Hey guys, welcome back! Today, one of the most common and widespread of the North American warblers, the yellow warbler. Wintering in Central America, the yellow warbler has a large breeding range which includes the northern two-thirds of the US, and nearly all of Canada, from the Atlantic to the Pacific! The yellow warbler is, yes yellow. They are nearly entirely yellow, with darker, nearly olive backs. The male has orangish streaks on his breast which are mostly visible in the spring. In non-breeding season they can be confused with Wilson’s and hooded warblers, but those other warblers have a little white on their tails or underneath.
Yellow warblers were somewhat of a nemesis of mine. They are quite common, and when I lived in NYC, I’d see them everywhere. They’re one of the few warblers that actually nest in Central Park. One of their favorite places to hang out is in a willow tree near water. The Harlem Meer, located at the north end of Central Park, is lined with weeping willows, and once you learn the yellow warblers song (some use the mnemonic “sweet sweet sweet, little bit sweet”), you realize they’re everywhere. However, they love being at the top of the trees, and for the longest time, I was never been able to find a photogenic one. That’s how it goes, I suppose. Finally I got a decent picture of one just before I left St. Louis (seen at the top of this post) and a couple others here in Ohio, where they breed and are plentiful!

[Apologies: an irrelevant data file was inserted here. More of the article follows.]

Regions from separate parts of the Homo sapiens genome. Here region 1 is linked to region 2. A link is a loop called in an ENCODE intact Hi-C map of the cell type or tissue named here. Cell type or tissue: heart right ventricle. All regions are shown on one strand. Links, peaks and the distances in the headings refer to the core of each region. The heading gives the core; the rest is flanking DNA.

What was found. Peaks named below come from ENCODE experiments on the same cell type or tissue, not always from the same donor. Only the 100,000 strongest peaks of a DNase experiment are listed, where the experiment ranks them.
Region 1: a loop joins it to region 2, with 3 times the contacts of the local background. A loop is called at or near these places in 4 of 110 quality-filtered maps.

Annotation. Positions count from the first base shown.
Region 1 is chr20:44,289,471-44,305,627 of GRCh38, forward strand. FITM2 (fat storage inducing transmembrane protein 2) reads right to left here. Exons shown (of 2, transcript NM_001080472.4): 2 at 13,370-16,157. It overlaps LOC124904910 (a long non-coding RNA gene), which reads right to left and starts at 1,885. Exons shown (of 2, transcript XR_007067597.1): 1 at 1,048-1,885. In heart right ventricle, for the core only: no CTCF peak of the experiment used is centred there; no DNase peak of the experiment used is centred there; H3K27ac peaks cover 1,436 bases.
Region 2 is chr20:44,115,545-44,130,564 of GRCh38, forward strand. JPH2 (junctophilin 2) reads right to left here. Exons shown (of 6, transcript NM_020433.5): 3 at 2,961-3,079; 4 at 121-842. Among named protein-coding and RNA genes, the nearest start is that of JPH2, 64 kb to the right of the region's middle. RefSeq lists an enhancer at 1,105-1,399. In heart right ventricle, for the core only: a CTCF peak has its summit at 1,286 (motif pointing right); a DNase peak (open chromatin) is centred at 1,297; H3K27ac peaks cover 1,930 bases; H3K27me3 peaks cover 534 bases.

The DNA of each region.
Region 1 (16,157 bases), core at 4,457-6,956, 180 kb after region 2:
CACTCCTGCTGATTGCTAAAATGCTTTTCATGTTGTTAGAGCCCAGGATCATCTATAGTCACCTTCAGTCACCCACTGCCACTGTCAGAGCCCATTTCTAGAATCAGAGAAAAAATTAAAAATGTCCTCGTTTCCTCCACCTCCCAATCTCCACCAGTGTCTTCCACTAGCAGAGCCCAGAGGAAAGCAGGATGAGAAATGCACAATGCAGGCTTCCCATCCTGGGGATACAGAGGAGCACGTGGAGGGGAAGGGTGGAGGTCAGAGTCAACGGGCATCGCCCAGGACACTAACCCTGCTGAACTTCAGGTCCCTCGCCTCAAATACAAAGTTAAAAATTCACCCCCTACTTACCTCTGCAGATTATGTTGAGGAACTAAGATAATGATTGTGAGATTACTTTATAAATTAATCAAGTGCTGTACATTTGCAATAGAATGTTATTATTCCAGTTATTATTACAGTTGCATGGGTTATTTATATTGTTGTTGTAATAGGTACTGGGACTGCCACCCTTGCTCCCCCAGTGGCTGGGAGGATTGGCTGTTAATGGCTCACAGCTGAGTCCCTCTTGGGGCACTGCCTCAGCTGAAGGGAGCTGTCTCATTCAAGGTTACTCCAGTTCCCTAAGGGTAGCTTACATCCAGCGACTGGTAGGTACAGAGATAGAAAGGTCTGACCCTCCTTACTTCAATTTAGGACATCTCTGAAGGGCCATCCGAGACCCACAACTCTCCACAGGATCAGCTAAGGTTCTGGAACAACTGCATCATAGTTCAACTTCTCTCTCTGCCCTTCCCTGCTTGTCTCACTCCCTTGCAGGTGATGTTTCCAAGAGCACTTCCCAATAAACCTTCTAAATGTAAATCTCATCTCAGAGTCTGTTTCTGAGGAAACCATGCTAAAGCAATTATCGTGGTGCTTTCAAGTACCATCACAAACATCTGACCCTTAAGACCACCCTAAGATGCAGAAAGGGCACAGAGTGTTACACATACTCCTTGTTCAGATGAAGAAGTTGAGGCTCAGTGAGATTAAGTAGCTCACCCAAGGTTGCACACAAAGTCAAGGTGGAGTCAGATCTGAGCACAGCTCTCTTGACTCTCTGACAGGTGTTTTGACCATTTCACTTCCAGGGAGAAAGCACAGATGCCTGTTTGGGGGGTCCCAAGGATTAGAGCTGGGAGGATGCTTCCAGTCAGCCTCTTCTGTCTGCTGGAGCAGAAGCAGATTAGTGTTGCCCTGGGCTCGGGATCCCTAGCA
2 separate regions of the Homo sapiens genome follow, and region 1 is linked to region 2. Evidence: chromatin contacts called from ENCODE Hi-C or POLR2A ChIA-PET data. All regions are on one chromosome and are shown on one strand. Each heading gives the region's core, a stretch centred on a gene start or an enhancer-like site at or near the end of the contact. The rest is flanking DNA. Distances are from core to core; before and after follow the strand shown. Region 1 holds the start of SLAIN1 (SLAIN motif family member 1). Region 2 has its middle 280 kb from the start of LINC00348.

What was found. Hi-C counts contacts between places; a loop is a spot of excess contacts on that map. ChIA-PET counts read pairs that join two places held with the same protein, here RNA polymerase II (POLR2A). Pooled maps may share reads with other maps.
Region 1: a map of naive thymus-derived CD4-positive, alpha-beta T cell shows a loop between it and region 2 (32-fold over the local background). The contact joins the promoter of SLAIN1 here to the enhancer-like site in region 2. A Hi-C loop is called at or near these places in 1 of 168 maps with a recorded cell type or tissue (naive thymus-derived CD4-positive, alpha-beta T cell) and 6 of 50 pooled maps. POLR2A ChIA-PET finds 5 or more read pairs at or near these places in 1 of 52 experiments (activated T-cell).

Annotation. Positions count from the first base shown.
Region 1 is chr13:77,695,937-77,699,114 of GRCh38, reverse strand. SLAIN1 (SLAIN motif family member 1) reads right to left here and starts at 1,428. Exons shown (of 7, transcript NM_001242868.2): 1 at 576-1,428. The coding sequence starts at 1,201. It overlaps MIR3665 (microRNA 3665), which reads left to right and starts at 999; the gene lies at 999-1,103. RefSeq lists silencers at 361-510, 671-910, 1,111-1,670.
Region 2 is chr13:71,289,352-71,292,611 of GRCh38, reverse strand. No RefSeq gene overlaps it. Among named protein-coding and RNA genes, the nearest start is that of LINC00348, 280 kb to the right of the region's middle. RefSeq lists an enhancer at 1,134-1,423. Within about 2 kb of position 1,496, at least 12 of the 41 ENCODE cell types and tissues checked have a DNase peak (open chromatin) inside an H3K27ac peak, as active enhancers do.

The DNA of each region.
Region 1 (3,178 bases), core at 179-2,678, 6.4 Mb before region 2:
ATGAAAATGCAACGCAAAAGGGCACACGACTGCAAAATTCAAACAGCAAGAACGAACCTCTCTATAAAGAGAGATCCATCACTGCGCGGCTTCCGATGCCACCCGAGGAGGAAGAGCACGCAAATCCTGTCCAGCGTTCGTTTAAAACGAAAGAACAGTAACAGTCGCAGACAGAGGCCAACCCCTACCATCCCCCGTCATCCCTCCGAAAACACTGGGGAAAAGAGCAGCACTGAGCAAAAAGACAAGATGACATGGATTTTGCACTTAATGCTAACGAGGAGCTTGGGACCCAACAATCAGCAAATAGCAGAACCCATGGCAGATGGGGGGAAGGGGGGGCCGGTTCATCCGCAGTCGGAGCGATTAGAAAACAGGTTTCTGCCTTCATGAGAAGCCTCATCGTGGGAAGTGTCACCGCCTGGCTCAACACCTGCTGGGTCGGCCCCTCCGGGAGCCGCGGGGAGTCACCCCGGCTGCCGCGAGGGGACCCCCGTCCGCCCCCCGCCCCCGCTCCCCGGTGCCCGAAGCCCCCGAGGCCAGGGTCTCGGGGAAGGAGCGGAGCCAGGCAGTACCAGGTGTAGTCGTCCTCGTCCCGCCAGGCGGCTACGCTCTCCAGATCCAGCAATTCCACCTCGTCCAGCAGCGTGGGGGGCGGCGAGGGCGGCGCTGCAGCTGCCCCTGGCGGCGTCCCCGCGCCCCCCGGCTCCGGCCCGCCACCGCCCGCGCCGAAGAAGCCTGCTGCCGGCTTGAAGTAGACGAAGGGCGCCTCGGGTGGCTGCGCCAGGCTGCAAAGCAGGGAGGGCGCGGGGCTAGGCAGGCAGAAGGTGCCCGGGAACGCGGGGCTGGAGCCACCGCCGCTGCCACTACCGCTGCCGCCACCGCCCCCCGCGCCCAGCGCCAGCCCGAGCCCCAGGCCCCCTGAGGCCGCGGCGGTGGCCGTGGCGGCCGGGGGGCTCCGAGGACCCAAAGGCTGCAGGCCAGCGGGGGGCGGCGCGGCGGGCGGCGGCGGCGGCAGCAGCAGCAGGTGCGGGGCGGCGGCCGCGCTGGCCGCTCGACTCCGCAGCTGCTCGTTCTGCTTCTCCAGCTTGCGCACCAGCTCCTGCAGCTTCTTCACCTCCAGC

Yellow warblers are really good “starter” warblers in that they are relatively easy to identify, particularly in spring when they are in breeding plumage, they’ll be the only all yellow bird you’ll see. And once you get used to seeing these guys, you’ll get used to spotting small yellow birds, and that will make your warbler-spotting skills even stronger! Join me next time when we take a break from the warblers and check out the belted kingfisher! See you then!